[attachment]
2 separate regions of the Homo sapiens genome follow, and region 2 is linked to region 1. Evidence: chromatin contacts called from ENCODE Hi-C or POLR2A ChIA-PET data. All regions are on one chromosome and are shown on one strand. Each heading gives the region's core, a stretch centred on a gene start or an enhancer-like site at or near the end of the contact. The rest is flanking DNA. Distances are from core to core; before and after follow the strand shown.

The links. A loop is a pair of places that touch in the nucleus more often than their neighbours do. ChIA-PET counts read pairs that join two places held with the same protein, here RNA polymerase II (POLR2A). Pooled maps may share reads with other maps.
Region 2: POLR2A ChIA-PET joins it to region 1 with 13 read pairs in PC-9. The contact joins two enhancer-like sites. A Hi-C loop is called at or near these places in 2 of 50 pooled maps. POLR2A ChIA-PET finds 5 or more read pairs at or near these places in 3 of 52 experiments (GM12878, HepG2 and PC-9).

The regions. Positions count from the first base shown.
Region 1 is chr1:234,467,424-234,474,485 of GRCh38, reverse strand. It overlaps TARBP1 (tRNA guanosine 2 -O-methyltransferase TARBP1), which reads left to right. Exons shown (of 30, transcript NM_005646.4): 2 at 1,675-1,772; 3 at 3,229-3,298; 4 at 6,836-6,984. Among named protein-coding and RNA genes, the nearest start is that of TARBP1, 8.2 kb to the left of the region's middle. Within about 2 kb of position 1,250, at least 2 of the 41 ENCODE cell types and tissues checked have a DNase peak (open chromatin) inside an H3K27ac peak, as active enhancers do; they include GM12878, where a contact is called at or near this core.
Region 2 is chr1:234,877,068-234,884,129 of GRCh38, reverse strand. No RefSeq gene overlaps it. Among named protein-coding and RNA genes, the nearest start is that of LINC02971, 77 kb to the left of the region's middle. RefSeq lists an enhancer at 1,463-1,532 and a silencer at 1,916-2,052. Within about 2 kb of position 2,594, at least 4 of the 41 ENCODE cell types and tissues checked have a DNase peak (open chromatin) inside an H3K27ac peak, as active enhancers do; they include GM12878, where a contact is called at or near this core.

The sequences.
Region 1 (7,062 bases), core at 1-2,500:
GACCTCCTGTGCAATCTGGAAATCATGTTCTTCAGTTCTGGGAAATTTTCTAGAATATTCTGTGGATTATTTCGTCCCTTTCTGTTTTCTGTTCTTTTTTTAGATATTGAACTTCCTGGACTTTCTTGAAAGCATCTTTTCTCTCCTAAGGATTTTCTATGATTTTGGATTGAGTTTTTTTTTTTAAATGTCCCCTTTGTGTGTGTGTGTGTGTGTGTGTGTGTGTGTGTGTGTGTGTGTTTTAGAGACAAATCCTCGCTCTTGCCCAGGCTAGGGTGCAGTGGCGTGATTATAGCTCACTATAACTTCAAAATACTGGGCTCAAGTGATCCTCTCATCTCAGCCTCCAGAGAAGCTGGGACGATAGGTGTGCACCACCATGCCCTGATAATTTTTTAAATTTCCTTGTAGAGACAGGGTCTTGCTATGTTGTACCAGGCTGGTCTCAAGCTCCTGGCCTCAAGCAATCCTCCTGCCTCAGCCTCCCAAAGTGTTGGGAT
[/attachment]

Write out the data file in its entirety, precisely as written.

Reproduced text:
2 separate regions of the Homo sapiens genome follow, and region 2 is linked to region 1. Evidence: chromatin contacts called from ENCODE Hi-C or POLR2A ChIA-PET data. All regions are on one chromosome and are shown on one strand. Each heading gives the region's core, a stretch centred on a gene start or an enhancer-like site at or near the end of the contact. The rest is flanking DNA. Distances are from core to core; before and after follow the strand shown.

The links. A loop is a pair of places that touch in the nucleus more often than their neighbours do. ChIA-PET counts read pairs that join two places held with the same protein, here RNA polymerase II (POLR2A). Pooled maps may share reads with other maps.
Region 2: POLR2A ChIA-PET joins it to region 1 with 13 read pairs in PC-9. The contact joins two enhancer-like sites. A Hi-C loop is called at or near these places in 2 of 50 pooled maps. POLR2A ChIA-PET finds 5 or more read pairs at or near these places in 3 of 52 experiments (GM12878, HepG2 and PC-9).

The regions. Positions count from the first base shown.
Region 1 is chr1:234,467,424-234,474,485 of GRCh38, reverse strand. It overlaps TARBP1 (tRNA guanosine 2 -O-methyltransferase TARBP1), which reads left to right. Exons shown (of 30, transcript NM_005646.4): 2 at 1,675-1,772; 3 at 3,229-3,298; 4 at 6,836-6,984. Among named protein-coding and RNA genes, the nearest start is that of TARBP1, 8.2 kb to the left of the region's middle. Within about 2 kb of position 1,250, at least 2 of the 41 ENCODE cell types and tissues checked have a DNase peak (open chromatin) inside an H3K27ac peak, as active enhancers do; they include GM12878, where a contact is called at or near this core.
Region 2 is chr1:234,877,068-234,884,129 of GRCh38, reverse strand. No RefSeq gene overlaps it. Among named protein-coding and RNA genes, the nearest start is that of LINC02971, 77 kb to the left of the region's middle. RefSeq lists an enhancer at 1,463-1,532 and a silencer at 1,916-2,052. Within about 2 kb of position 2,594, at least 4 of the 41 ENCODE cell types and tissues checked have a DNase peak (open chromatin) inside an H3K27ac peak, as active enhancers do; they include GM12878, where a contact is called at or near this core.

The sequences.
Region 1 (7,062 bases), core at 1-2,500:
GACCTCCTGTGCAATCTGGAAATCATGTTCTTCAGTTCTGGGAAATTTTCTAGAATATTCTGTGGATTATTTCGTCCCTTTCTGTTTTCTGTTCTTTTTTTAGATATTGAACTTCCTGGACTTTCTTGAAAGCATCTTTTCTCTCCTAAGGATTTTCTATGATTTTGGATTGAGTTTTTTTTTTTAAATGTCCCCTTTGTGTGTGTGTGTGTGTGTGTGTGTGTGTGTGTGTGTGTGTGTTTTAGAGACAAATCCTCGCTCTTGCCCAGGCTAGGGTGCAGTGGCGTGATTATAGCTCACTATAACTTCAAAATACTGGGCTCAAGTGATCCTCTCATCTCAGCCTCCAGAGAAGCTGGGACGATAGGTGTGCACCACCATGCCCTGATAATTTTTTAAATTTCCTTGTAGAGACAGGGTCTTGCTATGTTGTACCAGGCTGGTCTCAAGCTCCTGGCCTCAAGCAATCCTCCTGCCTCAGCCTCCCAAAGTGTTGGGAT